Electric Knife Orchestra Takes a Stab at Bee Gees’ “Stayin’ Alive”

Craft & Design Music Technology
Electric Knife Orchestra Takes a Stab at Bee Gees’ “Stayin’ Alive”
Photos courtesy of Neil Mendoza

From the opening riff, 1977 disco super-hit “Stayin’ Alive” was made to be an earworm, but also born out of the gritty streets of New York, according to Bee Gees member (and co-writer and co-singer) Barry Gibbs. Its catchy beat doesn’t belie its inspiration, but did lead to starring roles in film, from Saturday Night Fever to The Electric Knife Orchestra, an art installation by Neil Mendoza at the UCLA Department of Design Media Arts in Los Angeles.

Sixteen knives (and one meat cleaver) make up the ensemble, but they’re paired with an Arduino and various other apparatus and instruments, like bells, stepper motors, a solenoid, and a triangle. A Jacob’s Ladder — suspended between two knives, of course — sings backup.

“I really enjoy taking objects out of context and making them do slightly absurd things,” says Mendoza. “Knives have lots of meaning attached to them, both from their role as weapons and as cooking implements, so they seemed like great objects to play with.”

The Electric Knife Orchestra Presents Stayin’ Alive from Neil Mendoza on Vimeo.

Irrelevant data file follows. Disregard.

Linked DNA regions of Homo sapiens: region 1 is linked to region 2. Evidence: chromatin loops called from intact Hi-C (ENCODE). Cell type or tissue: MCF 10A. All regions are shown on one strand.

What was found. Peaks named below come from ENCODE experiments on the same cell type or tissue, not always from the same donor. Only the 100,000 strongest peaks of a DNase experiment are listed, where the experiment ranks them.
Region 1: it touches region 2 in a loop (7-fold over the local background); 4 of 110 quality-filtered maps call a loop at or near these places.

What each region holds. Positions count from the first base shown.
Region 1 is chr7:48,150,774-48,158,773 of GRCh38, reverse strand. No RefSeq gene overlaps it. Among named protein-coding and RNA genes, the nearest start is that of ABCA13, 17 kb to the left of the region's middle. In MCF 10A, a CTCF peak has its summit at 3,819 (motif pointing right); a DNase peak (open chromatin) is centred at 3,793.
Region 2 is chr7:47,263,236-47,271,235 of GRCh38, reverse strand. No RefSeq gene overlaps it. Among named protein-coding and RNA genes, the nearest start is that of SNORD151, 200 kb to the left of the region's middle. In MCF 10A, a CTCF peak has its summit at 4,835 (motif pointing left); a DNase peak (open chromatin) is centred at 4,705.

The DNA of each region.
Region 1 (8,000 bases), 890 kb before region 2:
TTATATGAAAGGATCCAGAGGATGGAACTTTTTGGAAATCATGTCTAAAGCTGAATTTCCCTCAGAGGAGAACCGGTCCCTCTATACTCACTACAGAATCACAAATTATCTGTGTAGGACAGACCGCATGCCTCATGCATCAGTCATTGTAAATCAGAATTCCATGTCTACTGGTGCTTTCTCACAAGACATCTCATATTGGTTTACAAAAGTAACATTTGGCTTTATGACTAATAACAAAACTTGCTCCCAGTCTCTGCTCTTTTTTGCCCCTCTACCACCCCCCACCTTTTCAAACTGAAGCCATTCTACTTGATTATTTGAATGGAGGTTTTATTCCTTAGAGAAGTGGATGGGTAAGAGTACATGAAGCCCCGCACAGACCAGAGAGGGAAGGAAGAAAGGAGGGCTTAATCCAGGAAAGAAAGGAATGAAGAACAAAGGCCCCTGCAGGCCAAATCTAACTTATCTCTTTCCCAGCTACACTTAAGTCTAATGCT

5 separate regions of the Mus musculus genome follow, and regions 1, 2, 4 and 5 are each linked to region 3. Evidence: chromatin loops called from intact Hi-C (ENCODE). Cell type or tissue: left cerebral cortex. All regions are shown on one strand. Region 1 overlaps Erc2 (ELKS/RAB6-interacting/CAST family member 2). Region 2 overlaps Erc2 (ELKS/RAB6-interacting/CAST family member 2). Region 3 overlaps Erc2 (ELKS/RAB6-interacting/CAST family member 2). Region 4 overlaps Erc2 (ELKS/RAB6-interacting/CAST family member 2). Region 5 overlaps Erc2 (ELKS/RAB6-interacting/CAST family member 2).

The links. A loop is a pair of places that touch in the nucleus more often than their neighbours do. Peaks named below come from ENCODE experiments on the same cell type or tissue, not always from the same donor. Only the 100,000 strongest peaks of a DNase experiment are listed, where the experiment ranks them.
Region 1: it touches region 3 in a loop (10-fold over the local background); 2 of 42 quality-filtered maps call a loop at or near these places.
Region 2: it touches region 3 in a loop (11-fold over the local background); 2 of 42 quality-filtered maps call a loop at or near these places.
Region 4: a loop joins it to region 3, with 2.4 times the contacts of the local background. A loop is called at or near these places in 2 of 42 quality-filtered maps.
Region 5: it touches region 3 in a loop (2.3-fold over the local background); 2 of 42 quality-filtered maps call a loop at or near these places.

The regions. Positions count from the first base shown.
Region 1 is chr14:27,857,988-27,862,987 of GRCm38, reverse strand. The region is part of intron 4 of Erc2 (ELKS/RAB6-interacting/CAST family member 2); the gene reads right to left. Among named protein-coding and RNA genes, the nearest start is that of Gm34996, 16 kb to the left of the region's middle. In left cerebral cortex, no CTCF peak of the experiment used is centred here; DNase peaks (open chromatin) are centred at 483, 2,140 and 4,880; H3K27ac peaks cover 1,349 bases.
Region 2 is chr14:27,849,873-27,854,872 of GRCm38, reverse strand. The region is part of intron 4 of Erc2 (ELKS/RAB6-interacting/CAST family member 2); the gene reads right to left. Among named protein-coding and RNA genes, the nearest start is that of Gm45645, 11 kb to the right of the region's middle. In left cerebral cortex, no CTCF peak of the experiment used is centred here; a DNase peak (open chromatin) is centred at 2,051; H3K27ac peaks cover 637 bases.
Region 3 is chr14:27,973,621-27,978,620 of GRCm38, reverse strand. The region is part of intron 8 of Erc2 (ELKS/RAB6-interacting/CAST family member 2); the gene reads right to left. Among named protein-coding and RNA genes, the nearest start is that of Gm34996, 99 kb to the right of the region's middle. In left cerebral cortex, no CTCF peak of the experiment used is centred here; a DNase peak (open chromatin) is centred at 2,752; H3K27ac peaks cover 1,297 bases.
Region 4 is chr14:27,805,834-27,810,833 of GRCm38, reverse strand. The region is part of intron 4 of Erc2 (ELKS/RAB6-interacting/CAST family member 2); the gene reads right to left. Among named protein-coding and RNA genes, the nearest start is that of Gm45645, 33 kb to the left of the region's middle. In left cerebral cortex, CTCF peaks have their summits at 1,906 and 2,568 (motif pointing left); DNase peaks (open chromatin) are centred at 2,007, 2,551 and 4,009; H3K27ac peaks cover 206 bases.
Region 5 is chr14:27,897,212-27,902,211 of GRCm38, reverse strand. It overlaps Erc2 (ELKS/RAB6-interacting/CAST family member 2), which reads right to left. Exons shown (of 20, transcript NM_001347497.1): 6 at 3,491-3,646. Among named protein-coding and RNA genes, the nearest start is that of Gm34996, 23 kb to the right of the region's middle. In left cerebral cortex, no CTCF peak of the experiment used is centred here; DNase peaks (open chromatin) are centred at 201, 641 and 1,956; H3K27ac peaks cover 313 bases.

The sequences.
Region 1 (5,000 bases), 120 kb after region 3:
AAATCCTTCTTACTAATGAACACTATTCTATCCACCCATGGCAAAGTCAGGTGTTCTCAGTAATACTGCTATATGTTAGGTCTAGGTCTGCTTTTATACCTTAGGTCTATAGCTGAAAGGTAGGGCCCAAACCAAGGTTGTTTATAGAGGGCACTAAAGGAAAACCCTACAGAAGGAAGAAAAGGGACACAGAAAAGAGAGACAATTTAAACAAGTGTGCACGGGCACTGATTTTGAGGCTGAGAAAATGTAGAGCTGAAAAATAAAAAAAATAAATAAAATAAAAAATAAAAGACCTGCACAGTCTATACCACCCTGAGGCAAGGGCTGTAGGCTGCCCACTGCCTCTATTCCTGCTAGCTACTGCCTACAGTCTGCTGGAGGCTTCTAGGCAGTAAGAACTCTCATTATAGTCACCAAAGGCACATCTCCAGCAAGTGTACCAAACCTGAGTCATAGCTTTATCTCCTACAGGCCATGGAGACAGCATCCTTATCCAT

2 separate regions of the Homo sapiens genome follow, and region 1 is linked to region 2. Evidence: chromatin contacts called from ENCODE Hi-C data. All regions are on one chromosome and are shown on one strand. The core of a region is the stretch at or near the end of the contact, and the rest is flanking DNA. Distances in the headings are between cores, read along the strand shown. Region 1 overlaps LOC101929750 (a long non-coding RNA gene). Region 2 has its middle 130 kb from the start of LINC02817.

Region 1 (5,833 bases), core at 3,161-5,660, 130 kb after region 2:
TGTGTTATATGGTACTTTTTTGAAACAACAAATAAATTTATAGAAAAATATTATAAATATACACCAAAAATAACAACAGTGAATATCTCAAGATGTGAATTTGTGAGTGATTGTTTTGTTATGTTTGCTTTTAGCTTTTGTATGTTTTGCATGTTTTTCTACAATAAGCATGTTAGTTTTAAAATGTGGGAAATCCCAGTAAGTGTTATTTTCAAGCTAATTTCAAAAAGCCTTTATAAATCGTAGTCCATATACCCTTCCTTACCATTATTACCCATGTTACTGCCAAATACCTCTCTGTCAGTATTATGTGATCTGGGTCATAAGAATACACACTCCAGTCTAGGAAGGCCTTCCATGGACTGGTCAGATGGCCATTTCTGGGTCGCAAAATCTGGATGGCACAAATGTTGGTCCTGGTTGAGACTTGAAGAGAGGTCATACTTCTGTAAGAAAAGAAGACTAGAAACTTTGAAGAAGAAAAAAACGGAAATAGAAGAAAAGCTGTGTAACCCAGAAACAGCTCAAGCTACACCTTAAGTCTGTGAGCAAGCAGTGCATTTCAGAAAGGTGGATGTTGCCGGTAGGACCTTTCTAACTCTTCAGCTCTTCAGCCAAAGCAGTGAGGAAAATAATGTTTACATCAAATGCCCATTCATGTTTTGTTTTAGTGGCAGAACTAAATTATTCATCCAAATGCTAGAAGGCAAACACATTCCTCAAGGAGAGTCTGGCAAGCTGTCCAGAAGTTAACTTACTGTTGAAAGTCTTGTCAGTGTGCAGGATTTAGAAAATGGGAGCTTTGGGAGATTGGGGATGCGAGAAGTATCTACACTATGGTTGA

Two of the instruments actually rely on the stepper motors for sound, stepping them at the frequency of whatever note they’re playing. Others are percussive — like the cleaver, which strikes its pedestal. The cleaver is actuated by MOSFETs connected to solenoids and car door lock actuators. It’s similar to the mechanism he used in last year’s “The Ponytron.”

To make sure the motors were loud enough, Mendoza prototyped the machines with aluminum extrusion before laser cutting them. A single Arduino controls the whole installation, and Mendoza made the code available on Github.

“Working with knives was a new challenge,” says Mendoza. “After a couple of days of getting little cuts all over my hands I covered most of the blades with tape.”


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Nathan Hurst is an editor at Make. He loves anything having to do with science or bicycling. He tweets as @nathanbhurst.

View more articles by Nathan Hurst


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